The wildly popular cholesterol-lowering drugs called statins must carry new warnings, the FDA said today. Users need to be alerted about risks of blood sugar or diabetes problems as well as potential memory issues related to use of the drugs.
If your cholesterol numbers aren’t perfect, don’t forget that there are drug-free ways to push them in the right direction. Meryl Davids recently wrote this helpful piece that I edited for Whole Living Magazine, Foods that Fight Cholesterol, highlighting the heart-healthy benefits of delicious foods such as almonds, eggplant and soy.
.…Scientists have discovered that certain foods — dubbed “the portfolio diet” for its array of benefits — act like cholesterol-sucking vacuums, removing the excess from the body before it lodges dangerously in artery walls. In fact, when people in studies ate a diet rich in these foods, their LDL levels plummeted 35 percent on average.
“The results are as dramatic as if they had been on a first-generation statin drug,” says Cyril Kendall, Ph.D.,…MORE
I’m an NYC cyclist, but I hadn’t seen Casey Neistat’s clever cycling video until today. Make sure you watch the first 90 seconds of bike lanes
Related alternahealthgrrrl stories:
Naked Cycling & Bike Share Systems
Michael Pollan’s Food Rules
has been translated into visual art once again. Check out this short entered into the Royal Society for the Encouragement of Arts, Manufactures and Commerce
‘s film competition
to illustrate and enhance big-idea talks.(RSA is something like a British version of TED, Ideas Worth Spreading) This cool video interpretation of a talk Pollan gave about the food industry, which we found on Brainpickings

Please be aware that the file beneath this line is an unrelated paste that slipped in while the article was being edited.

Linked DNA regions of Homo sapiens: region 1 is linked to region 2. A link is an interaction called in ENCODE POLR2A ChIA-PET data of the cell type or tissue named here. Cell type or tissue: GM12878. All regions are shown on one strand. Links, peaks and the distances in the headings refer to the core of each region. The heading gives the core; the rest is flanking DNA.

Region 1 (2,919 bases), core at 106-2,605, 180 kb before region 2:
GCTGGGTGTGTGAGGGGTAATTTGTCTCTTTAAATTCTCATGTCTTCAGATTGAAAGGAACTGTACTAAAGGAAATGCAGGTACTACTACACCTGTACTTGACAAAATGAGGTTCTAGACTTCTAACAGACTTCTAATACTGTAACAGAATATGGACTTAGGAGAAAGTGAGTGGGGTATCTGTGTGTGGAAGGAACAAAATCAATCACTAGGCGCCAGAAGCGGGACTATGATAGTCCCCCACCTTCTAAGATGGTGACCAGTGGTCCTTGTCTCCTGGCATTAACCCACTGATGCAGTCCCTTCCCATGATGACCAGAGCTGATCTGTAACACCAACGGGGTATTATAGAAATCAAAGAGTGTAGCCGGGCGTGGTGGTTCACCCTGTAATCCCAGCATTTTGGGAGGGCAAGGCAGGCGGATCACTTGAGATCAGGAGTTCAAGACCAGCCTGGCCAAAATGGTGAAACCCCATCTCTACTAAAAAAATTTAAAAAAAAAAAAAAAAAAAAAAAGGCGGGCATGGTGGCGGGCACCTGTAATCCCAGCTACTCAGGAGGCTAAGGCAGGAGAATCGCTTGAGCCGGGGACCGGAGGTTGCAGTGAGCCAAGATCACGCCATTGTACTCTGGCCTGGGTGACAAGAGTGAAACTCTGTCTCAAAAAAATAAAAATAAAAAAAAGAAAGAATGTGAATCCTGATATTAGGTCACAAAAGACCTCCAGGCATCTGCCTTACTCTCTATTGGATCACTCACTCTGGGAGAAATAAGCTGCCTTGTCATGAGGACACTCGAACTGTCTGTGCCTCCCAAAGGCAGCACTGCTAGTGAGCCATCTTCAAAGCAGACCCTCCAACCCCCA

by way of Katherine Lanpher
, is by Marija Jacimovic
and Benoit Detalle
Here’s the next big nightcap: Tart cherry juice cordials. A new study published in the European Journal of Nutrition says two glasses a day could add up to 40 minutes more sleep. You can learn more on Pill Advised. Sweet dreams!
More proof that holistic is the way to go when it comes to feeling good and maintaining good health: Integrative medicine is effective for treating everyday problems, according to a national survey by the Bravewell Collaborative.
Some 75 percent of integrative health centers said they had successfully treated chronic pain. And more than half reported positive results for treating gastrointestinal conditions, depression and anxiety, cancer and chronic stress. Food and nutrition, supplements, yoga, meditation, traditional Chinese medicine, acupuncture, massage and pharmaceuticals were among the most cited approaches.
What’s more, the multidimensional team approach is cost-effective, personalized and empowering for patients. To learn more about the results, check out Integrative Medicine in America: How Integrative Medicine Is Being Practiced in Clinical Centers Across the United States.